Virtualization pioneer introduces more cloud-like capabilities to address increasingly decentralized IT environment
VMware is continuing to expand on its strategy of providing a software- and service-based network that can provide enterprises with cloud-like capabilities to help them adapt to a highly distributed IT world that needs fast access to high-performance applications from anywhere.
The Lowdown: The company is building on its Virtual Cloud Network offerings and its new Project Monterey with offerings unveiled this week that touch on its Tanzu Kubernetes platform, service mesh, and software-defined WAN (SD-WAN) products.
The Details: VMware officials said the company wants to essentially flip the network upside down. Traditional data center networks were built using distinct hardware systems running such tasks as load balancing, firewalls, switches, and routers, and the applications had to adapt to the infrastructure. In its Modern Network framework, VMware is saying that infrastructure should cater to the needs of applications, with as many of the networking tasks done in software and services as possible.
This is important in an increasingly decentralized IT and business environment that includes a workforce that’s becoming more remote, due in large part to the COVID-19 pandemic.
The new VMware Virtual Cloud Network offerings include:
> Attribute-based access control policy: The policy, which will be added to VMware’s Tanzu Service Mesh, is designed to simplify application policy creation, essentially putting the onus of reporting the status of a device getting on the network on the endpoint itself rather than on the firewall. The feature is in preview.
> NSX Advanced Load Balancer integration: VMware is integrating the API-driven technology with Tanzu Service Mesh to enable developers using Kubernetes to launch applications with the required load balancing capabilities to ensure high availability and security. It will be available early next year.
> SmartNICs: Project Monterey, introduced in September with Intel and Nvidia, is designed to offload VMware virtualization and security functions from processors and onto smartNICs, intelligent network interface controllers that can run such tasks. VMware’s smartNICs can now run its NSX Services-Defined Firewall and eventually will be able to run other functions, like switching, routing, and load balancing.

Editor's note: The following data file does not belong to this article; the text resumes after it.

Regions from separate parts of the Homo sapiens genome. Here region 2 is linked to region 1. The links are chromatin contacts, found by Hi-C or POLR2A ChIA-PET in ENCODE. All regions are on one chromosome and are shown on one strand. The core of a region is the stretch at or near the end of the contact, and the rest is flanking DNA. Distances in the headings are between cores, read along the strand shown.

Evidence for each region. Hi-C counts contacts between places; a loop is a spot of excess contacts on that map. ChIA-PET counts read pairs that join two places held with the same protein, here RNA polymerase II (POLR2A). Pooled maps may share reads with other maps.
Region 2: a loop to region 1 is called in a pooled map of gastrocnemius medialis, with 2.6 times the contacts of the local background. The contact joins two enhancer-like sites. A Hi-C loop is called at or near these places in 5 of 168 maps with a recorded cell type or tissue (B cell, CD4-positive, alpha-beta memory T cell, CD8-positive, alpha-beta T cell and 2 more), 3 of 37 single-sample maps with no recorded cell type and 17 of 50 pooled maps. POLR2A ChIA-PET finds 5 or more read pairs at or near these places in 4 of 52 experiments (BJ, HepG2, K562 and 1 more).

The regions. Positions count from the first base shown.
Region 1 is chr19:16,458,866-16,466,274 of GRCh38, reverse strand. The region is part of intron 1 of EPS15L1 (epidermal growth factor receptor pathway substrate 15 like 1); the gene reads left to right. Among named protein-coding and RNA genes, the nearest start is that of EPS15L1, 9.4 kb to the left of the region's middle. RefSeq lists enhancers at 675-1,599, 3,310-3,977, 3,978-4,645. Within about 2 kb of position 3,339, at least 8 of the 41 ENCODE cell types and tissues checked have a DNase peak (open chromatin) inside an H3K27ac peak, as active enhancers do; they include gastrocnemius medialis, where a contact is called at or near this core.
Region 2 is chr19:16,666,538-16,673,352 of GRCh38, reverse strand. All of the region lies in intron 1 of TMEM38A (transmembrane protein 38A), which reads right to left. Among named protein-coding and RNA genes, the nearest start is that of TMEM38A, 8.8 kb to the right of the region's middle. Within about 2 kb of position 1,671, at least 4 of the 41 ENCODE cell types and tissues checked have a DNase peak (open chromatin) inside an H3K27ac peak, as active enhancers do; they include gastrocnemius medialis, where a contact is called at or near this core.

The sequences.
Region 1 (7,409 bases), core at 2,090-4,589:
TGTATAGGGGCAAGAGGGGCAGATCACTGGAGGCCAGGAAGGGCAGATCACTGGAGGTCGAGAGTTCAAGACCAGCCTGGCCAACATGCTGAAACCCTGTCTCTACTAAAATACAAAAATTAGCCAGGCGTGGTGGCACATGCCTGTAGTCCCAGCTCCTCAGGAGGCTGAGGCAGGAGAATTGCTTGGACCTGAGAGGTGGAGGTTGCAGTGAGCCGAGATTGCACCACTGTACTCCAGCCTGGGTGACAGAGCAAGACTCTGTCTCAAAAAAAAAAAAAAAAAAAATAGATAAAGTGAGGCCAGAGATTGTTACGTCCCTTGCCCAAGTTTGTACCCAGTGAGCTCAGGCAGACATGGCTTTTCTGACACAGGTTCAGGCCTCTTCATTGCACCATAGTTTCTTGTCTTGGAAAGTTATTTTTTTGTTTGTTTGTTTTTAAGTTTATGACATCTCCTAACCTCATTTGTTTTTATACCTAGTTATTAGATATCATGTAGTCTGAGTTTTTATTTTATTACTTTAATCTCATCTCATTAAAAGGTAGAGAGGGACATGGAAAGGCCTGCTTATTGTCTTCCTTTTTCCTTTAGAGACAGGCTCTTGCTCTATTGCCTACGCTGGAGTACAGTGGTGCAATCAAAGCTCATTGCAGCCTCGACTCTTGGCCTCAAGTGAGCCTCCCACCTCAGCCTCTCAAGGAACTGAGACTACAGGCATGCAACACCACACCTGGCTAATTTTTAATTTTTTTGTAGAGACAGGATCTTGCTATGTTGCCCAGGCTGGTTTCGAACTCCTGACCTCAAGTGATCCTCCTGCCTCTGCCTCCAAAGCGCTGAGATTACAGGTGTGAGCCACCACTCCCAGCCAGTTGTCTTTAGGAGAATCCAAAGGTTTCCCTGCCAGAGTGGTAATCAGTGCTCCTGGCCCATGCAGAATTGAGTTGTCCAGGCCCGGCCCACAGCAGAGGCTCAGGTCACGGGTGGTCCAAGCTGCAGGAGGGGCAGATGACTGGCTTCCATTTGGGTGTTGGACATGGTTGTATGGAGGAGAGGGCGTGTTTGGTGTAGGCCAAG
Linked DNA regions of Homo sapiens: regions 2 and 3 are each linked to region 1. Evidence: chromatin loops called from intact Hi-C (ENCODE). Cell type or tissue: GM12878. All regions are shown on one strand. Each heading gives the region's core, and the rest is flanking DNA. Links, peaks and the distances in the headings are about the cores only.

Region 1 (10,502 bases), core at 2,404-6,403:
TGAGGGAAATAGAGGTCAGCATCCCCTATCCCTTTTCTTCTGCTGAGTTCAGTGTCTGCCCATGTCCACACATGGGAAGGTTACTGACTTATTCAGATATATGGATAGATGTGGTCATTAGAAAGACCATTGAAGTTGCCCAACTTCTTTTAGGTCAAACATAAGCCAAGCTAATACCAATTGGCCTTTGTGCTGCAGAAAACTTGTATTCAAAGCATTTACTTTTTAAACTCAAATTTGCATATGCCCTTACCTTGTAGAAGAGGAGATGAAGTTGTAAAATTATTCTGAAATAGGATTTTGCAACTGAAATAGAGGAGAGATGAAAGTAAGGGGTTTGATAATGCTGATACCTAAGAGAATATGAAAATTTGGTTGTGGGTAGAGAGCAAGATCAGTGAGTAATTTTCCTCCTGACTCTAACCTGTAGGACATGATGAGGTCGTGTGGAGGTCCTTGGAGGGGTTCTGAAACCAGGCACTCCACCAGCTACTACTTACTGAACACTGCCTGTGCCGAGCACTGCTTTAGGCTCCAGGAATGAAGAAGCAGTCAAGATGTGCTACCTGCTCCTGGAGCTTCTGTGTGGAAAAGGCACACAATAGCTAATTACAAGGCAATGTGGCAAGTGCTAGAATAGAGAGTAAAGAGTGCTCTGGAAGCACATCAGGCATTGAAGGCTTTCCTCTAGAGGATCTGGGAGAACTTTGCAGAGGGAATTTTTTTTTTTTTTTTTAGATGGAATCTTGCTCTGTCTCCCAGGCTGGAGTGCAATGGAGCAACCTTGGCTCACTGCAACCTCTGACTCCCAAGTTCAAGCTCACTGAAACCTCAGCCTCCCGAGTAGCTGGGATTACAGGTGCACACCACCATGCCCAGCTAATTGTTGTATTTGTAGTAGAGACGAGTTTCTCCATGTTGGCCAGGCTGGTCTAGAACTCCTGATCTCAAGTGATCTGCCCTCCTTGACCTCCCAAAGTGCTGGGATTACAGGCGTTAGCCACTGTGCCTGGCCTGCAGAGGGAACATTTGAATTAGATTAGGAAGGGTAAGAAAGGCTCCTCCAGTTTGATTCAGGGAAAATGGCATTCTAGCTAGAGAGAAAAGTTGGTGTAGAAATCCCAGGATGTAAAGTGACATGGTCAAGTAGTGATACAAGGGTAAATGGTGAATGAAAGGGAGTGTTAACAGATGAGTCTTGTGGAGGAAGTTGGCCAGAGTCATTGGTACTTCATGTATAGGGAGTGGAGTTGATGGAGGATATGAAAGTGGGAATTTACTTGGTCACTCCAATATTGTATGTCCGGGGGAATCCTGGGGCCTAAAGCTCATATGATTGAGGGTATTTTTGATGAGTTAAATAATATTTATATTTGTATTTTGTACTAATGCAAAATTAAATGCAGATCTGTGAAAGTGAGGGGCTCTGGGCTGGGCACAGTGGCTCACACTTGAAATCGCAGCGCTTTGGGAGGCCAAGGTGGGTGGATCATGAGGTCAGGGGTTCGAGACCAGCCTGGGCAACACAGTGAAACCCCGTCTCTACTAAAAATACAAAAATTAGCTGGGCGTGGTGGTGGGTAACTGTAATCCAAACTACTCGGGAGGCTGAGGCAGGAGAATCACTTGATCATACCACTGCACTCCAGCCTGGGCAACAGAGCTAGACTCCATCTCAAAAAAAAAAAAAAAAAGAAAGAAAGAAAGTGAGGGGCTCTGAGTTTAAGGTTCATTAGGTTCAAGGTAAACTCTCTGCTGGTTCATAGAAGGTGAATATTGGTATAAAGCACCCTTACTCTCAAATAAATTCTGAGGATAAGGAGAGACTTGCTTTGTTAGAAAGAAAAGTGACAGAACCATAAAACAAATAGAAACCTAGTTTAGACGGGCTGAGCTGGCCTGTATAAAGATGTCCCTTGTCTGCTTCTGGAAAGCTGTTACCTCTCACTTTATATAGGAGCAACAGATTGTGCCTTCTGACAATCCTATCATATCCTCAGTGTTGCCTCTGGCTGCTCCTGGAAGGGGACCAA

> Project Antrea: The VMware initiative is an open-source cluster solution that enables developers using Kubernetes to create their own network to drive connections between containers.
> SD-WAN subscriptions: The addition to the vendor’s Future Ready Workforce Solution enables users working from home to pay for the SD-WAN connectivity via a subscription that will offer bandwidth of 350 Mbps to 1 Gbps.
> ‘Pre-flight check’: VMware’s SD-WAN managing and monitoring software includes new network modeling capabilities that will verify an application can be reached across both virtual and physical infrastructures, a step toward self-healing networks.
The Impact: The rapid changes in the IT environment driven by such trends as the cloud, the Internet of Things (IoT), and the fast-growing amount of data being generated is driving demand for tools that make it easier to access and secure applications and to ensure their performance and availability. VMware’s modern networking strategy is designed to ensure that the virtualization and security capabilities are easily accessible regardless of where users are while improving performance and driving down costs for organizations.